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Welcome Weimaraner Rescue.


The Independent Weimaraner Rescue & Re-Homing Service - Charity No. SC024308 (registered working title ‘Weimaraner Rescue’) is a service offered to any Weimaraner owner who requires that their grey dog is re-homed.

As the Kennel Club Standard for the breed states that Blue is not an acceptable colour for the breed, then we, as a rescue organisation for the breed cannot, therefore, accept blue so-called Weimaraners for re-homing despite the fact that the Kennel Club are registering them as Weimaraners against their own Standard.

IWRRS is independent from all other animal welfare groups as well as any political or beneficial influence of Weimaraner Breed Clubs. It is this very independence which enables Area Officers to perform their duties in a professional manner, without fear or favour, for the lasting benefit of the animal.

Public Awareness of the breed.

The balance between media attention of any particular breed which has an automatic and immediate effect on the popularity of the breed is particularly difficult to achieve. While media attention to the plight of certain dogs can act beneficially, commercial advertisements bring the breed to public attention. What was once a rare breed, the Weimaraner has become almost a fashion accessory mainly due to its elegant lines and unique colour which can complement the idea of any product. Whether the product or the dog is remembered is impossible to assess. However, the fact remains that telephone inquiries re puppy ownership increase by some 73% immediately following the launch of a new advertising campaign featuring the breed. As puppy inquiries escalate, it is in the certain knowledge that some 12 - 18 months later, inquiries to re-house ‘problem’ dogs will proportionately increase. While responsible, knowledgeable breeders generally have fewer litters, puppy farmers cannot resist the continuing rise in puppy prices. Advice that ‘every bitch must have at least one litter’ is still being offered even by some of the most eminent professions. This contradicts advice given to potential puppy owners. It has long been recognised that all potential puppy owners should see the mother with her puppies. This is a laudable maxim to follow However, in reality, few people ever receive further advice as to how to assess that particular mother as to her temperament and, therefore, the temperament her puppies might inherit.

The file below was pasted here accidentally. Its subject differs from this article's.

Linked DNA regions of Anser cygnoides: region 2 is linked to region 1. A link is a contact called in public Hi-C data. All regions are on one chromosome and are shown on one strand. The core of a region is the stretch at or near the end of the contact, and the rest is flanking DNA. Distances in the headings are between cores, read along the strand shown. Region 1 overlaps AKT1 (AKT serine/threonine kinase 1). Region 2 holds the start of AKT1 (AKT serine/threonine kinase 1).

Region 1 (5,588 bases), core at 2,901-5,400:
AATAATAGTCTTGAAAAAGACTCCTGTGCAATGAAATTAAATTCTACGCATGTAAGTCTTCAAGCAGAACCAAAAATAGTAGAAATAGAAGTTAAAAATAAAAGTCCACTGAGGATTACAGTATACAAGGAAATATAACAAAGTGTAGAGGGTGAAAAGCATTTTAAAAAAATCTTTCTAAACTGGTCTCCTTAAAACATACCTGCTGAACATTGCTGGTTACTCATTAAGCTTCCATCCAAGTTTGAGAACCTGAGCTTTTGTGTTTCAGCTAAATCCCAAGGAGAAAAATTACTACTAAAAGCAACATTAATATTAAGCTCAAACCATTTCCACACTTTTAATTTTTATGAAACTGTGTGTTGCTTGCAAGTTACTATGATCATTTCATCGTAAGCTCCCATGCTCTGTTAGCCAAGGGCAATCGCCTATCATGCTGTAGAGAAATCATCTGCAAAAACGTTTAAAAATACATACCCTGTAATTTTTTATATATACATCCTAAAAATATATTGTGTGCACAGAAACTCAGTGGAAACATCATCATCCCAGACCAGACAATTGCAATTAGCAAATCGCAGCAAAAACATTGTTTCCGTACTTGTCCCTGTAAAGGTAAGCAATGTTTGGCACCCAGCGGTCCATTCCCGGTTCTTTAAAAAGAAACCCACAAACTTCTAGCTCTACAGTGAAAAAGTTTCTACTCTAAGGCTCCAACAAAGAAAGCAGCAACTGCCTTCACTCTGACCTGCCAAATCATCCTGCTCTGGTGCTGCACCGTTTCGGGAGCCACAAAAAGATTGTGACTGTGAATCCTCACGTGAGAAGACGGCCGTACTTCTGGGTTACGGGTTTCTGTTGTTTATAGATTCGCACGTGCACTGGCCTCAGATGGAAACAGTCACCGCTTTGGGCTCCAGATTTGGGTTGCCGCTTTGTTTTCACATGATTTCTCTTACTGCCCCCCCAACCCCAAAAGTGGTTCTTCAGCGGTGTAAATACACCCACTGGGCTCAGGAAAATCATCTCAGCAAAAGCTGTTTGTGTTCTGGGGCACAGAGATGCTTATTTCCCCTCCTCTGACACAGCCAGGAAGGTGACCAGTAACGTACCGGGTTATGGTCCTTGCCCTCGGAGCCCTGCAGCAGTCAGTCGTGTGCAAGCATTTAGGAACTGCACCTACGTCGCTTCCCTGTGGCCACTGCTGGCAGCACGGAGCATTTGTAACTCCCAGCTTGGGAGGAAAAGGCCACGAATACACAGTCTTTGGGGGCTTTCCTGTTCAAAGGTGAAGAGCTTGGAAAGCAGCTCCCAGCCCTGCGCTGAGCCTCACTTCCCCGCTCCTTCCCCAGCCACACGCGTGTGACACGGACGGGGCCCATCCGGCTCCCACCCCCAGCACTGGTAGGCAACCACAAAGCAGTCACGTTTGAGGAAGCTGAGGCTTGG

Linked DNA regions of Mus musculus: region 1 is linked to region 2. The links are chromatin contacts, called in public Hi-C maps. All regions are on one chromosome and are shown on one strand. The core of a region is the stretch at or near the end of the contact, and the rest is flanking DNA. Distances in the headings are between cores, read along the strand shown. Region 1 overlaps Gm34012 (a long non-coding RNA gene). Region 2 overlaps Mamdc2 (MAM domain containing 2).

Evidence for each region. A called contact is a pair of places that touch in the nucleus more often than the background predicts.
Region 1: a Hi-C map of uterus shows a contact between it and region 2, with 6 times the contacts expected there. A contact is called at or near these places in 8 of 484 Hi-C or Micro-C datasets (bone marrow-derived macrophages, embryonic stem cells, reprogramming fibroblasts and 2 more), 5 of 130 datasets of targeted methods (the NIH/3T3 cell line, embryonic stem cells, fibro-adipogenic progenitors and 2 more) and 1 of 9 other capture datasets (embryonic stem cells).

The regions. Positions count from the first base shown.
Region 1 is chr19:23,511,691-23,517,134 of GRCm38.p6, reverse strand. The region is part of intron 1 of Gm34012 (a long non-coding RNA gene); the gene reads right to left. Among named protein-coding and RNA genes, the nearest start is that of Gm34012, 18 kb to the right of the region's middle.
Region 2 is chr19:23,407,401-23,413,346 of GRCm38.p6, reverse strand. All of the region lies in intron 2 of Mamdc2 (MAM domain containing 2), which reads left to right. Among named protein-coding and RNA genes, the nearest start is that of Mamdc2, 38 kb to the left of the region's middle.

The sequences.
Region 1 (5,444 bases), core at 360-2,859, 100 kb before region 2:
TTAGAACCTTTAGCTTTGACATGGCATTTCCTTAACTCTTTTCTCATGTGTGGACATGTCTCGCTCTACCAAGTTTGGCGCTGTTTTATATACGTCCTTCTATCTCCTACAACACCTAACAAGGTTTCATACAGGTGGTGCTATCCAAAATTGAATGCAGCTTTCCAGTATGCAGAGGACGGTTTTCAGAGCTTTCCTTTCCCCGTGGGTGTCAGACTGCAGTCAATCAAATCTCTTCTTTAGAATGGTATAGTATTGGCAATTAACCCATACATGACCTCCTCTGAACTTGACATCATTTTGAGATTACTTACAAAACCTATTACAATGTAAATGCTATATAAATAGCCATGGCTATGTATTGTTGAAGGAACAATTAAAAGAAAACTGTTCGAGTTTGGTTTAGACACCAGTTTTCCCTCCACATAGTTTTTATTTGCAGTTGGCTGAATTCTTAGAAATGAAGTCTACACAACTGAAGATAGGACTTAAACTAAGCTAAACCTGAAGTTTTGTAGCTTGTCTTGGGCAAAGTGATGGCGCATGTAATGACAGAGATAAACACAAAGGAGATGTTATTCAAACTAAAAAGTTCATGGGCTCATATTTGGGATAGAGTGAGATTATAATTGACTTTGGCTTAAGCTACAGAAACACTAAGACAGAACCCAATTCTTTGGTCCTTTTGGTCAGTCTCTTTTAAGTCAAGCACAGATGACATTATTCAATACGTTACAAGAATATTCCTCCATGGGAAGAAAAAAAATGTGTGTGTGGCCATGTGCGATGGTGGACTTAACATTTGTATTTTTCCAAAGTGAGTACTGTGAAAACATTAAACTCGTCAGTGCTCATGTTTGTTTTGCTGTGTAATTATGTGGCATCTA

Reasons for re-homing.

No doubt, the ever-present reason for any Weimaraner to be re-housed is that a baby is expected or some young children are in the household and, as a consequence, there is very little time for the dog. Fears of injury to the child, mainly irrational, cause an emotional and physical distancing between dog and owners until the decision to part with the dog is finally made. Unquestionably, the dog has already suffered from too little exercise, both mental and/or physical. This has resulted in frustration, hyper-activity within the confines of the home and, often, separation anxiety brought on by being confined in a smaller area away from the owners. Within the owner’s mind, it is acceptable to justify this decision as being better for the dog. However, it is apparent that the dog is already damaged and will require rehabilitation in a different home.


Training & its effects on family life.

The Weimaraner is a dominant breed. Dominance and aggression are not identical, BUT dominance can become aggression if not channeled. Dominance in the breed is an extreme form of self-confidence: a confidence in its position within the pack and the relative positions of all other members. That pack is also inhabited by humans. The instinct to lead the pack is very strong. Leadership demands respect. Confusion during training, inconsistencies in instruction, aggressive play within the family and inappropriate punishment/reward all lead the Weimaraner to assume the role of leader. Advice on initial training and re-establishing the proper hierarchy must remain an integral part of the service.

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